You’ve begun, perhaps, to notice them… Those tiny red and blue veins, close to the surface of your skin, that weave and branch like the webs of a spider. Most often they appear in your legs, or perhaps on your face, but they are not limited to these areas to be sure. Heredity plays a part, and a genetic predisposition to their appearance may be to blame of course, but certain professions that require you to stand for long periods of time may also be contributing factors to spider veins and more specifically their more painful cousin varicose veins. The result of these hereditary factors and workplace complications is that blood flows backwards through leaky valves instead of traveling on toward the heart as it is supposed to do. The result is not only discoloration of the veins, but can also be discomfort in the form of itching, aching, and swelling, and even occasionally the more serious complication of developing blood clots. Given all of these troubling factors, the question, “Is yoga a cure for spider, or varicose veins?” is well worth asking. Unfortunately, the answer is no.
Not a Cure, but Still a Good Idea
While doing yoga, or other stretching exercises, will not “cure” you of this problem, engaging in this healthful activity can help to reduce and relieve soreness and swelling associated with these maladies, in addition to providing many other health benefits to the practitioner.
Strengthening Your Core
Strengthening your core is one of the most important things you can do for overall fitness. Other exercises, movements, and activities, are made more effective, when you are operating from a strong core. Having a strong core stabilizes your body when doing other exercises, helps ease back pain, improves your posture, and will help you to feel more confident as you pursue your fitness goals. Your transverse muscles, obliques, lats, abs, and lower back are all enhanced by exercises that strengthen core, and yoga is one of the best at accomplishing this goal. Some great yoga exercises to help strengthen your core are:
- Upward facing two-foot staff pose
- Side Crow Pose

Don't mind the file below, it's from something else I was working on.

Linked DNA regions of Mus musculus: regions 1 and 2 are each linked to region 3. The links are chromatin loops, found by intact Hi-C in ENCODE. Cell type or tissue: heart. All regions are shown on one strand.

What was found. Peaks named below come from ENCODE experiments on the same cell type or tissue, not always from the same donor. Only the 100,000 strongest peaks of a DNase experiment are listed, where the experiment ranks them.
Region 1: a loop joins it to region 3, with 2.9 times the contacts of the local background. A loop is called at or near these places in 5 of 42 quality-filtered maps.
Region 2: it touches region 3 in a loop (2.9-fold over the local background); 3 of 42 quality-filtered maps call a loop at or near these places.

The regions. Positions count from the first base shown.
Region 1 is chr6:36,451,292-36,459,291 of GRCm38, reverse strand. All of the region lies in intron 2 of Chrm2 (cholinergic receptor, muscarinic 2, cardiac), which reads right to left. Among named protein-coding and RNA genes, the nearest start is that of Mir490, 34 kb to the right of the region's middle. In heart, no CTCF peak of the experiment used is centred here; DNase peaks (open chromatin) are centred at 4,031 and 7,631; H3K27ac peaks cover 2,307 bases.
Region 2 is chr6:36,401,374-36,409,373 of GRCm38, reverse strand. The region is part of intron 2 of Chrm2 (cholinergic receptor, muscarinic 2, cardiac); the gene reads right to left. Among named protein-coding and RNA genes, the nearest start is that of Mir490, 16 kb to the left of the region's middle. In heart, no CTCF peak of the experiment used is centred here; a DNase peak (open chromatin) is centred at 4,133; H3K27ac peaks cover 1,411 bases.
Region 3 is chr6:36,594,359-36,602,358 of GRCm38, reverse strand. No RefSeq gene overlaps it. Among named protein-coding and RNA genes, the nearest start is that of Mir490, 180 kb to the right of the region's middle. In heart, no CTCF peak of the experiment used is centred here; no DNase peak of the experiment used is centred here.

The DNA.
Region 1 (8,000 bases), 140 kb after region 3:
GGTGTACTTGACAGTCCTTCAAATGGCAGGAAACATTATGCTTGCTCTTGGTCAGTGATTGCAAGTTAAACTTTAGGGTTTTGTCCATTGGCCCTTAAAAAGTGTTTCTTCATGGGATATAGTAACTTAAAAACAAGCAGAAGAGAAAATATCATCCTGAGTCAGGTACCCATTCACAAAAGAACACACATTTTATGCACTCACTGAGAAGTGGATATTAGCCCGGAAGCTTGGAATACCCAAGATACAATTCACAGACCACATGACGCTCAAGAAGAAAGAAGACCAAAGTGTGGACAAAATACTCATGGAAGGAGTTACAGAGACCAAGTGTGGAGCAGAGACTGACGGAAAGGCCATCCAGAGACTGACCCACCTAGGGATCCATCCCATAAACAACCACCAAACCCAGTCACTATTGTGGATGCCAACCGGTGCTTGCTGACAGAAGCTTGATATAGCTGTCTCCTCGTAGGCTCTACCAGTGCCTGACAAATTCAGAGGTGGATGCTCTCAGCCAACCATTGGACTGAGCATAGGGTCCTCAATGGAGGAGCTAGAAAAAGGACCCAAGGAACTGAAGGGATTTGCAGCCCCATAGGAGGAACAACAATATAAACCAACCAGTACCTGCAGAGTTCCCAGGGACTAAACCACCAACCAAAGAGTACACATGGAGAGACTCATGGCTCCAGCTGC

- Bow pose
- Revolved Half Moon Pose
- Locust Pose
Improving circulation and increasing blood flow to your body is one of the ways that Yoga can actually help reduce the pain, swelling, and discomfort associated with spider and varicose veins. Improved circulation can assist in healing, and can provide oxygen to muscles, while removing toxins from the body. Here are several yoga poses that can help improve circulation to your lower extremities:
- Downward Dog
- Yoga Lunge
- Warrior Two
Another way to avoid injury, feel better, and be more relaxed is to improve your flexibility, and there are few exercises that accomplish this better than yoga. Being more flexible makes you feel more mobile, more agile, and gives you confidence in your movements and in your body. Some great exercises to increase flexibility are listed below:
- Reclined Big Toe Pose
- Standing Forward Bend
- Eye of the Needle
- Cobbler’s Pose
- Eagle Pose
Reduce Stress to Feel Better
One of the most important things you can do for your overall health, is to reduce stress, and in so doing, reduce the risk of hypertension. Yoga challenges you to focus on your body in such a way as to quiet your mind, and allow stress to seep out through the stretching of your muscles and the concentration required to achieve and maintain various poses and postures. While yoga is not the only method of exercise that can achieve these results, it is a form of exercise that focuses not only on physical performance, but upon mental focus. This makes it a good choice for many, and one that is growing in popularity.
Don’t Forget to Breathe
This might seem obvious, but its importance to yoga cannot be over stressed. Focusing on, controlling, and deepening your breathing is an elemental aspect of yoga. It isn’t just stretching, or flexibility, or muscle development, it is learning how to breath that provides some of the greatest benefits of this unique form of exercise. According to NPR’s Morning Edition “As it turns out, deep breathing is not only relaxing, it’s been scientifically proven to affect the heart, the brain, digestion, the immune system—and maybe even the expression of genes.” Breathing is so integral to the appropriate practice of yoga that you cannot really consider your activity yoga at all, if breathing isn’t a primary part of your practice.
So, can yoga help cure spider veins? Well, it certainly won’t hurt! And the other benefits that you derive from the practice may just be so helpful, that you’ll be glad you decided to give it a try whether it helps with those spider veins or not.